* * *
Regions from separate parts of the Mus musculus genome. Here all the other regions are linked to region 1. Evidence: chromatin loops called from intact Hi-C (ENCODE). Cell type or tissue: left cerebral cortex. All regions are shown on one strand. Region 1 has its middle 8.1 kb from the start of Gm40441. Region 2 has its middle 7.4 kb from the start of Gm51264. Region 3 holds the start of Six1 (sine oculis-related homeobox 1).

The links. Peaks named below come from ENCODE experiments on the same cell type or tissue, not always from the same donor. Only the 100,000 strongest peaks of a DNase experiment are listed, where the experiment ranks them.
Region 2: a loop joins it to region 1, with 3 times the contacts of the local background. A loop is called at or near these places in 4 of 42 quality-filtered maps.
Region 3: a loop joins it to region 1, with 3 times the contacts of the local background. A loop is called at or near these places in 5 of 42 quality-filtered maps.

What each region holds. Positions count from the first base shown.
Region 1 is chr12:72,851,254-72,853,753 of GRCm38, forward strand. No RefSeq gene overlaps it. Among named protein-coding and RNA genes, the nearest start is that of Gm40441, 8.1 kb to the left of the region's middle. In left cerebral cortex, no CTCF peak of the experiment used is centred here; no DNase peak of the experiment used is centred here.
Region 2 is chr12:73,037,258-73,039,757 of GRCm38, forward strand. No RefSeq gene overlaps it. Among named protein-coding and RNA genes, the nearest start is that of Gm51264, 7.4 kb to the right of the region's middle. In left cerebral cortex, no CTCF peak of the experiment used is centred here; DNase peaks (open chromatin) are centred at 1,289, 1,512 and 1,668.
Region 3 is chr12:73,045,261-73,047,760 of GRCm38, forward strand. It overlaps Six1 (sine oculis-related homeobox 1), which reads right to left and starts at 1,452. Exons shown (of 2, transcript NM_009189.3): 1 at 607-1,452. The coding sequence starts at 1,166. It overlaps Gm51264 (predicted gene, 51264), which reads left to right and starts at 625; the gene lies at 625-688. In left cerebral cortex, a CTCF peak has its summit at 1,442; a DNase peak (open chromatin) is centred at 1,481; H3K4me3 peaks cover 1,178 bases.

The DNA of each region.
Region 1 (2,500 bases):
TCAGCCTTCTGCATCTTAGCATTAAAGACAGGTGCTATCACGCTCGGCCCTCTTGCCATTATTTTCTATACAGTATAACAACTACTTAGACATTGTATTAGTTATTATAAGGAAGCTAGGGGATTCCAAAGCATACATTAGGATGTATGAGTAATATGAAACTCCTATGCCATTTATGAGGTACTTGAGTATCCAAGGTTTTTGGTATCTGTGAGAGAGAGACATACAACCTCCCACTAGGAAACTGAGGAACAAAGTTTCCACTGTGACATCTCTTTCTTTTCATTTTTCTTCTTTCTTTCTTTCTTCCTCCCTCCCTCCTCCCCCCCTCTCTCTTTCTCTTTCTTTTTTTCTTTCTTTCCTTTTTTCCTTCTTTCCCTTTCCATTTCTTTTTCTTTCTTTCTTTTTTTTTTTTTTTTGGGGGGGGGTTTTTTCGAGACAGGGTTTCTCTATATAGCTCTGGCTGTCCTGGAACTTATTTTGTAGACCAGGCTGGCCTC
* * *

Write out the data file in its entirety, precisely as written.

Regions from separate parts of the Mus musculus genome. Here all the other regions are linked to region 1. Evidence: chromatin loops called from intact Hi-C (ENCODE). Cell type or tissue: left cerebral cortex. All regions are shown on one strand. Region 1 has its middle 8.1 kb from the start of Gm40441. Region 2 has its middle 7.4 kb from the start of Gm51264. Region 3 holds the start of Six1 (sine oculis-related homeobox 1).

The links. Peaks named below come from ENCODE experiments on the same cell type or tissue, not always from the same donor. Only the 100,000 strongest peaks of a DNase experiment are listed, where the experiment ranks them.
Region 2: a loop joins it to region 1, with 3 times the contacts of the local background. A loop is called at or near these places in 4 of 42 quality-filtered maps.
Region 3: a loop joins it to region 1, with 3 times the contacts of the local background. A loop is called at or near these places in 5 of 42 quality-filtered maps.

What each region holds. Positions count from the first base shown.
Region 1 is chr12:72,851,254-72,853,753 of GRCm38, forward strand. No RefSeq gene overlaps it. Among named protein-coding and RNA genes, the nearest start is that of Gm40441, 8.1 kb to the left of the region's middle. In left cerebral cortex, no CTCF peak of the experiment used is centred here; no DNase peak of the experiment used is centred here.
Region 2 is chr12:73,037,258-73,039,757 of GRCm38, forward strand. No RefSeq gene overlaps it. Among named protein-coding and RNA genes, the nearest start is that of Gm51264, 7.4 kb to the right of the region's middle. In left cerebral cortex, no CTCF peak of the experiment used is centred here; DNase peaks (open chromatin) are centred at 1,289, 1,512 and 1,668.
Region 3 is chr12:73,045,261-73,047,760 of GRCm38, forward strand. It overlaps Six1 (sine oculis-related homeobox 1), which reads right to left and starts at 1,452. Exons shown (of 2, transcript NM_009189.3): 1 at 607-1,452. The coding sequence starts at 1,166. It overlaps Gm51264 (predicted gene, 51264), which reads left to right and starts at 625; the gene lies at 625-688. In left cerebral cortex, a CTCF peak has its summit at 1,442; a DNase peak (open chromatin) is centred at 1,481; H3K4me3 peaks cover 1,178 bases.

The DNA of each region.
Region 1 (2,500 bases):
TCAGCCTTCTGCATCTTAGCATTAAAGACAGGTGCTATCACGCTCGGCCCTCTTGCCATTATTTTCTATACAGTATAACAACTACTTAGACATTGTATTAGTTATTATAAGGAAGCTAGGGGATTCCAAAGCATACATTAGGATGTATGAGTAATATGAAACTCCTATGCCATTTATGAGGTACTTGAGTATCCAAGGTTTTTGGTATCTGTGAGAGAGAGACATACAACCTCCCACTAGGAAACTGAGGAACAAAGTTTCCACTGTGACATCTCTTTCTTTTCATTTTTCTTCTTTCTTTCTTTCTTCCTCCCTCCCTCCTCCCCCCCTCTCTCTTTCTCTTTCTTTTTTTCTTTCTTTCCTTTTTTCCTTCTTTCCCTTTCCATTTCTTTTTCTTTCTTTCTTTTTTTTTTTTTTTTGGGGGGGGGTTTTTTCGAGACAGGGTTTCTCTATATAGCTCTGGCTGTCCTGGAACTTATTTTGTAGACCAGGCTGGCCTC